Treason Bill - August 2018
Our current treason laws date back to 1351 and really cover threats to the monarch and their heir. They are really a way of guaranteeing the Crown has an absolute ability to prosecute individuals for a range of crimes we would no longer view as treason - such as assaulting a police officer. But the heart of treason is not about violence, it is about betrayal, and that is a crime we should recognise. I realise some have conflated this with the Brexit referendum, our proposal makes it abundantly clear that this would not be possible. Indeed, vigorous debate is the building block of our society, quite contrary to the claims made by some now that it would be treason to argue against a result.
What we, and I should add that I have the support of the former Lord Chief Justice, Lord Judge, suggest is that we should recognise the betrayal linked to the use of violence against the British people when linked to a foreign power. This would give the ability of the police to prosecute when there are few alternative options.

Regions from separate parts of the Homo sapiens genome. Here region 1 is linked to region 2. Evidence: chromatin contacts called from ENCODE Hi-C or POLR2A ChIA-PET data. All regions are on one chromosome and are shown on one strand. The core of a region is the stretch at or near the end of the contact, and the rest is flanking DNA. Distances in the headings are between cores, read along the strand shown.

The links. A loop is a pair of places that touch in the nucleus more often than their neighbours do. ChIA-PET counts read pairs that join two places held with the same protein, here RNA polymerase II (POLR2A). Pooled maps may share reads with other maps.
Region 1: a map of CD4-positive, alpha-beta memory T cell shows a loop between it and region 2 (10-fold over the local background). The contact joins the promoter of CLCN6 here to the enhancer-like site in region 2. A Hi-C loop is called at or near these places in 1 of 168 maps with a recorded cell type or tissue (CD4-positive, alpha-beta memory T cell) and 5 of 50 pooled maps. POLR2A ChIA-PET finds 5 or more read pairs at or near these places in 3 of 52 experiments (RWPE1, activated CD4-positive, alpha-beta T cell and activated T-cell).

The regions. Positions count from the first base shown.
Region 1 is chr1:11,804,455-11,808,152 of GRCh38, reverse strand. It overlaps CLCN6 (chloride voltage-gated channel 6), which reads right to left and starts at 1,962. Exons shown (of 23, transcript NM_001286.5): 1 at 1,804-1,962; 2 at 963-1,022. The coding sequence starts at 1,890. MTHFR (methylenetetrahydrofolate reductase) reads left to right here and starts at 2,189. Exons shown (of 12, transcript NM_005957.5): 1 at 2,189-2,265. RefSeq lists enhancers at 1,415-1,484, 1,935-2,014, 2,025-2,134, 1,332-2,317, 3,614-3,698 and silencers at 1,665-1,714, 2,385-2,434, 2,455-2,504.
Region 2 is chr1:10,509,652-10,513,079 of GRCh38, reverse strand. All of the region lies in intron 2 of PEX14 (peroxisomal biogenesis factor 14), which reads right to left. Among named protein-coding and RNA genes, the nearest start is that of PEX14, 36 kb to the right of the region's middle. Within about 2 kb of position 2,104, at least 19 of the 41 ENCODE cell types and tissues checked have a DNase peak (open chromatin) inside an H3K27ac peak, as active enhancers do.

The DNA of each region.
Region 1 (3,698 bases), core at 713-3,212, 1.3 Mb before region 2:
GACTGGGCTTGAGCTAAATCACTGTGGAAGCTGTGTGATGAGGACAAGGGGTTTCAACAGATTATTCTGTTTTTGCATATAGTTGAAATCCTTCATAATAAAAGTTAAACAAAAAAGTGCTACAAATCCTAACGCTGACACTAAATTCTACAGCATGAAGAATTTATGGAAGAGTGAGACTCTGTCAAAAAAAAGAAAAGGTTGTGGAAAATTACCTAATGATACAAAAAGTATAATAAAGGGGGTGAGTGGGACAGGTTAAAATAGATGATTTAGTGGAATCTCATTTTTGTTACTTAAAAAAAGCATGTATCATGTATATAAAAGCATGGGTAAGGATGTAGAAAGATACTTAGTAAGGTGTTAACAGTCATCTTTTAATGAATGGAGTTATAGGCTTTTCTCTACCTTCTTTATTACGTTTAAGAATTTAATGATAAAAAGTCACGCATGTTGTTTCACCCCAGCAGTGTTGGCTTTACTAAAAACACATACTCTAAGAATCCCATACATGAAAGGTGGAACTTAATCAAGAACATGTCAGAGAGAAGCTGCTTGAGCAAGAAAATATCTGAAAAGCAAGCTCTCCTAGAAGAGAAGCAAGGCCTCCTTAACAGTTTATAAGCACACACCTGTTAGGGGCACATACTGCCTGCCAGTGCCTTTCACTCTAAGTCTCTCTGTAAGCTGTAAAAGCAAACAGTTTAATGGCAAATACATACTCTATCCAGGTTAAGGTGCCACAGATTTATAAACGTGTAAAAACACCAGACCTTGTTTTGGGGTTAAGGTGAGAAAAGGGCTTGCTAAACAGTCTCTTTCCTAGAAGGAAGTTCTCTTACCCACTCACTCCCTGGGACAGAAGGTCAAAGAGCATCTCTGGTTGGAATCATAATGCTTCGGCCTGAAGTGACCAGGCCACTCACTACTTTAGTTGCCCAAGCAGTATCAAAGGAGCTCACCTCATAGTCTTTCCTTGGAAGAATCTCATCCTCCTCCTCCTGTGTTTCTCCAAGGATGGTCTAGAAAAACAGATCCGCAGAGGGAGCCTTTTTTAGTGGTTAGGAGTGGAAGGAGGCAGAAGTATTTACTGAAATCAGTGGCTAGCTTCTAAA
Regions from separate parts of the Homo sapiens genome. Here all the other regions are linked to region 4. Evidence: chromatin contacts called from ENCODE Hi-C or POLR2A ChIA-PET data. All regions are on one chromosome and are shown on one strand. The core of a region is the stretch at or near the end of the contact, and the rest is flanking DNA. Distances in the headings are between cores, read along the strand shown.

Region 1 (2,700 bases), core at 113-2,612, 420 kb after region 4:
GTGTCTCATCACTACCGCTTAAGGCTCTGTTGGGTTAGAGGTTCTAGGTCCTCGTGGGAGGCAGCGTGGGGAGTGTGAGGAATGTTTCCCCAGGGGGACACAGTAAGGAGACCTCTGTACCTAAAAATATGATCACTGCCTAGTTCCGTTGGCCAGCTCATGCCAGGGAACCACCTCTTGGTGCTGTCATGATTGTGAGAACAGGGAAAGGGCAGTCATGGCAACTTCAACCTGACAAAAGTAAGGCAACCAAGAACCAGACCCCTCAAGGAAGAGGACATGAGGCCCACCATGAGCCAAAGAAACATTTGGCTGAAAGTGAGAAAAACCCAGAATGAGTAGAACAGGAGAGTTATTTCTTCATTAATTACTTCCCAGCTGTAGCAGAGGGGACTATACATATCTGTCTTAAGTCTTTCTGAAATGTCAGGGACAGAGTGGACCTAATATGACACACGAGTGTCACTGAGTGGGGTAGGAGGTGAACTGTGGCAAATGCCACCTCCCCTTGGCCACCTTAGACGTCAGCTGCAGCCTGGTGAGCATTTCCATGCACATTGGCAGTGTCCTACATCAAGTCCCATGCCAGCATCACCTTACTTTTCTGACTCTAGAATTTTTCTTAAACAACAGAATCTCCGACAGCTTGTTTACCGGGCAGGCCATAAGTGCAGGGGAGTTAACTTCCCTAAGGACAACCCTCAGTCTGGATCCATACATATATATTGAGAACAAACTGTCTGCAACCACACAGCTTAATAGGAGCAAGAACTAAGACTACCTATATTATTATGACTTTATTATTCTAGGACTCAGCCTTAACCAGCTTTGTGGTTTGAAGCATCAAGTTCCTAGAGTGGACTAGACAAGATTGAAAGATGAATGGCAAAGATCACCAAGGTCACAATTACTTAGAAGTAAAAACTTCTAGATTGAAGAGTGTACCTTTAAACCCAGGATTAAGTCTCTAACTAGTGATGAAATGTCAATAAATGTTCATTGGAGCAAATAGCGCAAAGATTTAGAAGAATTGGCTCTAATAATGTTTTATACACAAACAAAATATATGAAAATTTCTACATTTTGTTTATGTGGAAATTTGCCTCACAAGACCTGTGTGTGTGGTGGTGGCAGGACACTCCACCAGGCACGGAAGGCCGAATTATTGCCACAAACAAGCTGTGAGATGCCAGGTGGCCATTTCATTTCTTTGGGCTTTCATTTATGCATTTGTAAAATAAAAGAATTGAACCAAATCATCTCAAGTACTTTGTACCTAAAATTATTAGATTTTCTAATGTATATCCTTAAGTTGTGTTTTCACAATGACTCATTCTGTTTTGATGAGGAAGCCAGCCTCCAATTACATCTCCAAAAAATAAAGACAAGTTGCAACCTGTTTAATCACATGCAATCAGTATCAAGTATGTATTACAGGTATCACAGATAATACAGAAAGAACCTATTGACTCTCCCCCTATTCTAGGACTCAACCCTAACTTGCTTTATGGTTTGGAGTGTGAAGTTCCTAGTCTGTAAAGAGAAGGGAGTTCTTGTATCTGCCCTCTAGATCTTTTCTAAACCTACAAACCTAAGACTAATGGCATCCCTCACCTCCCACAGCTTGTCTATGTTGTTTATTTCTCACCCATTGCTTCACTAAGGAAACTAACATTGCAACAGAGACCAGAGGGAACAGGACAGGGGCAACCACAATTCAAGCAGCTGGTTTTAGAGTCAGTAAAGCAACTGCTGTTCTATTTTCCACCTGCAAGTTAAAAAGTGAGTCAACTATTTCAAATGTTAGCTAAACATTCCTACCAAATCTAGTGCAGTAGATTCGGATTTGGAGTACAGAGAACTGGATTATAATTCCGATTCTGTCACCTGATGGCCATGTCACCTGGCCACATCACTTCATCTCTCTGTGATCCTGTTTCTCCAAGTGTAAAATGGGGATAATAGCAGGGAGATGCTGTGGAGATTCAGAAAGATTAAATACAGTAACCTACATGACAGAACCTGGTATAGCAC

I should add, that I do not view it as at all likely that treason trials would be frequent occurrences, indeed they may never happen at all, but I do think it is important to set out in law a principle that we can recognise: being British, or enjoying the protection of the UK, confers rights but also duties; everyone in the UK, of whatever background, has the same obligations; those duties should not silence but must not be used to endanger others. Of course the immediate thought is that this could be used to prosecute Islamists, and that is true, but it could also be used against those who knowingly conspire with foreign enemies to undermine or institutions and seek to promote violence or damage to the UK. This isn't simply about non-state actors, some states are actively seeking people in our community to betray the interests of us all and we should make clear that we will not tolerate their actions either.